Feature photo credit: Rob Wiederecht, Darden Executive MBA Class of 2020. All other photos by Tom Kim.
This is the second post in a three part series from Tom Kim (Executive MBA Class of 2020) about his experiences during the Darden Executive MBA Europe Global Residency. The residency started in Berlin; Tom shared his initial reflections from Germany in his first post.
It is in Paris that the beating of Europe’s heart is felt…Paris is the city of humanity.
-Victor Hugo, 1870
Paris is the City of lights and it’s the City of Light. It illuminates and elevates life’s common things: it does not have to be just merely food, but it can be haute cuisine; not just clothing, but haute couture; and, you must remember, in France, a kiss is often a French kiss. Public displays of affection abound! Whether it’s in food, dress, or relationship, the French fully encapsulate the La Belle Vie (The Beautiful Life).
I walked casually along the Quais de Seine (or Bords de Seine) on the banks of the meandering romantic river. The energy is palpable. I saw live music, open bottles of wine and beer, small clear containers filled with salads and pastas, foil-wrapped cheeses, fresh baked breads, sitting atop make-shift tables built from carefully placed paper napkins. People celebrate with wine, sitting on warm fitted stones, feet towards the water, and one quarter facing their friend or lover. You can look across the Seine and faintly see outlines of the damaged Notre Dame, and the Ile de la Cite is directly in front of us.
Why is it so energetic today? I don’t know. What time is it? 9 pm. Is it a special holiday? Bastille Day was last week. Is it the weekend? It’s only Thursday. So what are the French celebrating? They are celebrating life; that’s what they are celebrating! If only you could be there, and, of course, I forgot to take a photograph. Sometimes the observer gets absorbed.
The French government’s unique Ministry of Culture, aims to increase accessibility to French cultural heritage and support enrichment activities. From the outside, it can sniff of ethnocentrism or elitism, but it is certainly significant that the French know that one of the most powerful things in their economic-industrial complex is culture. According our French guide, Caroline Buizza, France’s holy trinity is wine, bread, and cheese—its most well-known cultural exports. In a post-industrial economy, where nations have mastered the industrial production of materials and resources, culture maybe the final frontier of export. Culture is many things. Superficially, it can be seen as what we eat and drink, but it’s also what we believe and value.
In one morning joint-session co-led by Andy Wicks and Bob Harris, we studied CSR (Corporate Social Responsibility), which is an emergent and somewhat nascent topic about how businesses affirm ethical, thoughtful, and responsible behavior. It wasn’t that businesses were not working on CSR activities before, but this now seems to be its explicit and contemporary acronym. Its close sibling is ESG (Environment, Social, Governance), the framework that investors use to evaluate investments. The former is self-regulating; the latter is designed for external third party validation. As a person who once worked in the recycling industry and now currently in the non-profit world of higher education, I’m a big fan.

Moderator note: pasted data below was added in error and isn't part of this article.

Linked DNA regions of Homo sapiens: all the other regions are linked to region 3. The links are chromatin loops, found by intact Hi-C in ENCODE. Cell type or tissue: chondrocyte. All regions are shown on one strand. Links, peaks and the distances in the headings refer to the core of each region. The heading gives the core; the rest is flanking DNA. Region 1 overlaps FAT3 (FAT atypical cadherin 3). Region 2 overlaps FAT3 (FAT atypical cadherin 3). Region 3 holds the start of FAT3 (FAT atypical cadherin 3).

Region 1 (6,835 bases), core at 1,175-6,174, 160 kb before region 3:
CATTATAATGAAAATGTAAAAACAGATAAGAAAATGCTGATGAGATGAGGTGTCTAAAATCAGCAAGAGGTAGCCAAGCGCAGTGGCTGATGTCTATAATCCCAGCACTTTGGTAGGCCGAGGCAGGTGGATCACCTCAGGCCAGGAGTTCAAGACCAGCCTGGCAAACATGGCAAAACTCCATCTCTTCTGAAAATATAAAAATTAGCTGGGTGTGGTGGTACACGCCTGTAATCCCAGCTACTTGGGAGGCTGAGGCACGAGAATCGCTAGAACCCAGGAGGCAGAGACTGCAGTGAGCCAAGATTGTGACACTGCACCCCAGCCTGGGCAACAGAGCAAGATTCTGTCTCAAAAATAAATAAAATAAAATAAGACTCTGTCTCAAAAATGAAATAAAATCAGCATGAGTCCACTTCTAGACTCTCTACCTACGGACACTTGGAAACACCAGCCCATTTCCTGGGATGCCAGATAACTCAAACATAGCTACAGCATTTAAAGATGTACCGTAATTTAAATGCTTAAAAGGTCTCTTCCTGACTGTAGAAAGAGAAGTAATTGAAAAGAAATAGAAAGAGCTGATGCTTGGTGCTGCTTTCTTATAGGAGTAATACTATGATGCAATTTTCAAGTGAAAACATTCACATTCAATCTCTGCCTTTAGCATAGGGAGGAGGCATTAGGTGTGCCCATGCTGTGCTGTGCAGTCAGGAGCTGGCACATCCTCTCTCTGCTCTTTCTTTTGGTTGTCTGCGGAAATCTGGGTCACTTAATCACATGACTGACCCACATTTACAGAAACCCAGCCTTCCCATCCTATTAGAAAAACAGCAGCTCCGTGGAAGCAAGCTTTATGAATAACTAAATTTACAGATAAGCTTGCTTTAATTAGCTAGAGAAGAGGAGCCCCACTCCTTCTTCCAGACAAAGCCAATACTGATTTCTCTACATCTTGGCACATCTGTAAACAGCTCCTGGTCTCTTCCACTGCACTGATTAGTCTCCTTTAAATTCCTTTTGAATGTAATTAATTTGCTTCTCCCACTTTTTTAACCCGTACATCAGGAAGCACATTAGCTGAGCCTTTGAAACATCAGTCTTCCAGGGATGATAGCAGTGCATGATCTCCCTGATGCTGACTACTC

The previous afternoon, our cohort broke-out to their respective company visits. The leadership at the company I visited told us that diversity hiring was a major goal. A meaningful trend in North America, the French are doing the same, and they may have been doing it for longer. Paris and the French Republic has attracted talent from many of its former colonies for years now. Other classmates told me about their visit to a private equity firm which aims to hire men and women in an equal 1-to-1 ratio. Some of the goals may seem too egalitarian for American tastes, but these French companies are not just taking business for what is, but also for what it can be. In their own way, they are seeking the La Belle Vie.
Beyond simple evaluations of the P-and-L or the myriad financial ratios, greater questions and hopes remain for what business can do beyond the ordinary. What does it to mean to invest responsibly? What does it mean for an organization to be thoughtful to its employees? What does it mean for information technology to be protective and assuring? These are not are trivial questions and many are explored and asked during our classes. The professors answer and facilitate those questions unflinchingly. You can ask it here and you should.
Through the course of casual conversations during our global residency, we, as students, are honest about our roles in our public and private work. We fully acknowledge the complex relationship that business has with society. That said, we don’t have to take the world as it is, we can seek to find The Beautiful Life that affirms our humanity and the best of our faculties in thought, word, and deed. Business, like our private lives, can elevate the everyday.